Contrary to some of the perilously understated characterizations of her “unconventional” campaign or her “say-anything bravado,” and in contrast to the candidate’s own soft-filtered home studio performances, Lake’s election denial is an appeal to an electorate consumed with a dangerous and already lethal battle. She shares this with the many other election-denying and questioning candidates across the country, including a majority of Republican nominees. Running on election denial isn’t dangerous merely because its faithful are unashamedly anti-democratic in their quest to reclaim power for Trump, but because what they seek to bring about through that fight is a white Christian nation. Lake’s specific ties with election deniers bring her directly into Christian nationalist circles. She is scheduled to join Mike Lindell in Phoenix next week, at an event put on by Flashpoint billed as “the last stop in the Take Back America Tour.” Flashpoint attracted much concern on social media when a video from an event in Georgia this summer was shared widely, featuring a dominionist pledge declaring they were “watchmen” who “had been given legal power from heaven” to ensure that Christians control the United States.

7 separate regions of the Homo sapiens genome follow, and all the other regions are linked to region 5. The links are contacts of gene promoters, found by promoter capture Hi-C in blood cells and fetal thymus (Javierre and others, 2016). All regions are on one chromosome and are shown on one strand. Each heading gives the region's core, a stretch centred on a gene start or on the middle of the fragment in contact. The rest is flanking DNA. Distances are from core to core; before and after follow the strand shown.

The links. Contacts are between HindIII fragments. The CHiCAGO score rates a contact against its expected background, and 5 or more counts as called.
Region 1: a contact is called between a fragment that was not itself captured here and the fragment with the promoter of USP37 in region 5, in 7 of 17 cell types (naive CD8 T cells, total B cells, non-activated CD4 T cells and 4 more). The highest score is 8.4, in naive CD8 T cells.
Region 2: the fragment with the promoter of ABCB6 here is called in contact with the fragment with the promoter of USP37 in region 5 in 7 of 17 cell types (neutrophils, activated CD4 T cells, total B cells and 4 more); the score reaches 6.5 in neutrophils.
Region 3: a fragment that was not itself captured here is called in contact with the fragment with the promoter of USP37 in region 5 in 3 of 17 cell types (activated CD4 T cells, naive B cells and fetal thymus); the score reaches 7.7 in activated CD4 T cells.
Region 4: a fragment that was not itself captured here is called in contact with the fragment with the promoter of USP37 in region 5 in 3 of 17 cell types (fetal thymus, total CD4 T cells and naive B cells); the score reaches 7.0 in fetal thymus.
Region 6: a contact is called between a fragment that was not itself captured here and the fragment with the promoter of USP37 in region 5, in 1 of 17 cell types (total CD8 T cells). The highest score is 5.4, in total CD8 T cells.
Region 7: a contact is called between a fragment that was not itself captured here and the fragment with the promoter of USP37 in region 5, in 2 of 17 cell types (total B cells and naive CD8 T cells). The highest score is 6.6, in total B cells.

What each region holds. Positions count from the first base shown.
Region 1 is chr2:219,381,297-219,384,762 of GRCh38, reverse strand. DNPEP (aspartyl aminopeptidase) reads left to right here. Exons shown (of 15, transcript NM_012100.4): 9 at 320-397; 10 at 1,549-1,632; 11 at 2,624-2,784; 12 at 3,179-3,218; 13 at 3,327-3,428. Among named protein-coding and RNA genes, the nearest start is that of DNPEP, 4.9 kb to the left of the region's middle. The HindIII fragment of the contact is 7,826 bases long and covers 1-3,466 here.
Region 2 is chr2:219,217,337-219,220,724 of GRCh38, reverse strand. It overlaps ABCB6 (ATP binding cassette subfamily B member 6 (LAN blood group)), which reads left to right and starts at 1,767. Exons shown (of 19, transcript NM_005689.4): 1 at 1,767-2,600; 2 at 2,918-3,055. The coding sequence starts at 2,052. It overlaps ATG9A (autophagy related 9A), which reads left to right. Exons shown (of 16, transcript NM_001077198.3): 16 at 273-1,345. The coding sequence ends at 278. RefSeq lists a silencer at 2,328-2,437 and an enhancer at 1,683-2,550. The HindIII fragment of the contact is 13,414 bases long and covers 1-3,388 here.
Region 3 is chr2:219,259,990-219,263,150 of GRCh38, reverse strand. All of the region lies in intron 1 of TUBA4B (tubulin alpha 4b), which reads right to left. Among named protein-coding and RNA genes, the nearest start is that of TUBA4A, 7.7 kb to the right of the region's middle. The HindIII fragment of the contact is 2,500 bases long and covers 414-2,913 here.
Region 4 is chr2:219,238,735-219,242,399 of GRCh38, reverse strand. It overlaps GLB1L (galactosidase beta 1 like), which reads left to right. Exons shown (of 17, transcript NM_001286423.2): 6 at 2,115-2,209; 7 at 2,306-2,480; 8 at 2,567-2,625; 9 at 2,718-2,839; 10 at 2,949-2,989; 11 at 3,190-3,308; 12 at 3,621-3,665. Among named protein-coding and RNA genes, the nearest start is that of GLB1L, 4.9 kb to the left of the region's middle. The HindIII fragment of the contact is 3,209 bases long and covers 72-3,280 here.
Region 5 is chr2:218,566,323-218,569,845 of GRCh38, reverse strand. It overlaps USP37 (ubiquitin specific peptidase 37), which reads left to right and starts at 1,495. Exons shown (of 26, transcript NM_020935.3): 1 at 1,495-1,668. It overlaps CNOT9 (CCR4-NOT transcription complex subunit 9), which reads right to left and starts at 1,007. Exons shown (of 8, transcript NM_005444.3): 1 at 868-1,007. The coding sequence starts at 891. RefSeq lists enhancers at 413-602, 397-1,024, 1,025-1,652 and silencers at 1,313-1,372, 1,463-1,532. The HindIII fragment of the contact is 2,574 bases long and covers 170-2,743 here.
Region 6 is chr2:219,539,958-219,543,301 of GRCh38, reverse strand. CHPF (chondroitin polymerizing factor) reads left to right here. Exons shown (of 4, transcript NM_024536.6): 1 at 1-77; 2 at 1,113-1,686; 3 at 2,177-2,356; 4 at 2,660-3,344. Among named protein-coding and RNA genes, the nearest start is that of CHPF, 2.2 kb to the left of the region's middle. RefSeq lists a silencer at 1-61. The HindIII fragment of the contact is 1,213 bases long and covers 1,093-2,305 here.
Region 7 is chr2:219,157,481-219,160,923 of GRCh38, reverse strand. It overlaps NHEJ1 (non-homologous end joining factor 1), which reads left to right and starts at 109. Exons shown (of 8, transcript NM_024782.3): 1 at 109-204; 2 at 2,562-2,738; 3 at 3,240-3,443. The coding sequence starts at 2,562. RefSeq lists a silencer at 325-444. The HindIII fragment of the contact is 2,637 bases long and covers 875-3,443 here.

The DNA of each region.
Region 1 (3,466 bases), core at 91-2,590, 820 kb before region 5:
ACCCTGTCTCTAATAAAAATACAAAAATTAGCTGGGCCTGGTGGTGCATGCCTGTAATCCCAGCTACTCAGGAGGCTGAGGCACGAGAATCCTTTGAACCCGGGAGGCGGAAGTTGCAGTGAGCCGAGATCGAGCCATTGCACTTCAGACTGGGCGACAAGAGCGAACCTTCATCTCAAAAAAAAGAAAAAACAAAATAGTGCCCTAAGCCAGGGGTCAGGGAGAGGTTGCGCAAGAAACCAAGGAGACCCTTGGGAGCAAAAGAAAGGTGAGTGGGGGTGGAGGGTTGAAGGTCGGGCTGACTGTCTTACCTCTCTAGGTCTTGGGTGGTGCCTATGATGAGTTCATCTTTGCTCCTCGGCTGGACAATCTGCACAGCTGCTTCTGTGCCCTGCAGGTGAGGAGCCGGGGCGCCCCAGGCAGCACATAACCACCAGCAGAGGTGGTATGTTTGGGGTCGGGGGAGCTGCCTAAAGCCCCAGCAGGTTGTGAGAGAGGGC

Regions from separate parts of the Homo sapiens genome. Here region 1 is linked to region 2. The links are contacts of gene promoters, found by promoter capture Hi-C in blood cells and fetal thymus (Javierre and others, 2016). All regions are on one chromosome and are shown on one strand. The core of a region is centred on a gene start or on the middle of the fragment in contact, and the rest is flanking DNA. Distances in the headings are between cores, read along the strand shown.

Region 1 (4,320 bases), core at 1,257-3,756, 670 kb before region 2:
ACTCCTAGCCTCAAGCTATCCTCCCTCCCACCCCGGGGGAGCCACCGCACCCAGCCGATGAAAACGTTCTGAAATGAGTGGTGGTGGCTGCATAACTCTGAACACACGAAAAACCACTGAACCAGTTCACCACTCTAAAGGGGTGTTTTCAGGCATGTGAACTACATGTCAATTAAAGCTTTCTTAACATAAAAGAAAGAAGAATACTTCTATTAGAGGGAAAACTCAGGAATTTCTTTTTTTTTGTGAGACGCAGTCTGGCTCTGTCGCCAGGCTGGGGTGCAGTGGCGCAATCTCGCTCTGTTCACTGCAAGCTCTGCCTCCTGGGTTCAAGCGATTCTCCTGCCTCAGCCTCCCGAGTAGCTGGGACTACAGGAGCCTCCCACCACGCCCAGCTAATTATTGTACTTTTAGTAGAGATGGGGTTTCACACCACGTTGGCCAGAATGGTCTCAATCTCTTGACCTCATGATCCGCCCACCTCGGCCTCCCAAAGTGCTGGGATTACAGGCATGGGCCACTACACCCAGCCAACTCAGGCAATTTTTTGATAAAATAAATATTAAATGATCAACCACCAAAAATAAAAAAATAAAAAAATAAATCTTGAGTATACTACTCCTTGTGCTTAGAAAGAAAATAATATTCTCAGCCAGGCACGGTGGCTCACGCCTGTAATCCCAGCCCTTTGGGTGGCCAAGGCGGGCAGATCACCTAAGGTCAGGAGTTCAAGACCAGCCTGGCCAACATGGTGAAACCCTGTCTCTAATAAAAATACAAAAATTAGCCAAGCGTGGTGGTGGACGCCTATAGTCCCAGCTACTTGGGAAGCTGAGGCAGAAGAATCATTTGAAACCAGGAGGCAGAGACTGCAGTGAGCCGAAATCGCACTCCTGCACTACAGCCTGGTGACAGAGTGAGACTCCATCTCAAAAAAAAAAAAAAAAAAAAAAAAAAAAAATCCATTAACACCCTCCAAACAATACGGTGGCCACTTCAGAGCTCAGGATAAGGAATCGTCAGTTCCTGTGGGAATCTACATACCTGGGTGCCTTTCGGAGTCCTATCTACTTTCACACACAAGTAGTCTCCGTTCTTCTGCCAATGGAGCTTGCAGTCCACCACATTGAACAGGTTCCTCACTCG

We are still reckoning with what happens when such groups—Christian nationalists, militias, and vigilantes—align around the lie of a stolen election. Still, it feels reasonable to say that it might never have led to their attack on the Capitol on January 6, if Trump hadn’t first gone up to the podium late on election night in 2020, after an introduction from what could have been a WWE announcer and the clipped strains of “Hail to the Chief,” and proclaimed the election a “fraud.” The election result was “phenomenal,” he rambled on. He said he won multiple states he in fact had lost. He singled out Arizona, one state he admitted had been called for Biden, but, he added, “that could be overturned,” before unspooling completely, declaring, lying, “Frankly, we did win this election.” Watching it again, now in light of Lake and other Republicans and what might come in the 2022 midterms, Trump’s nonconcession speech plays like a preview.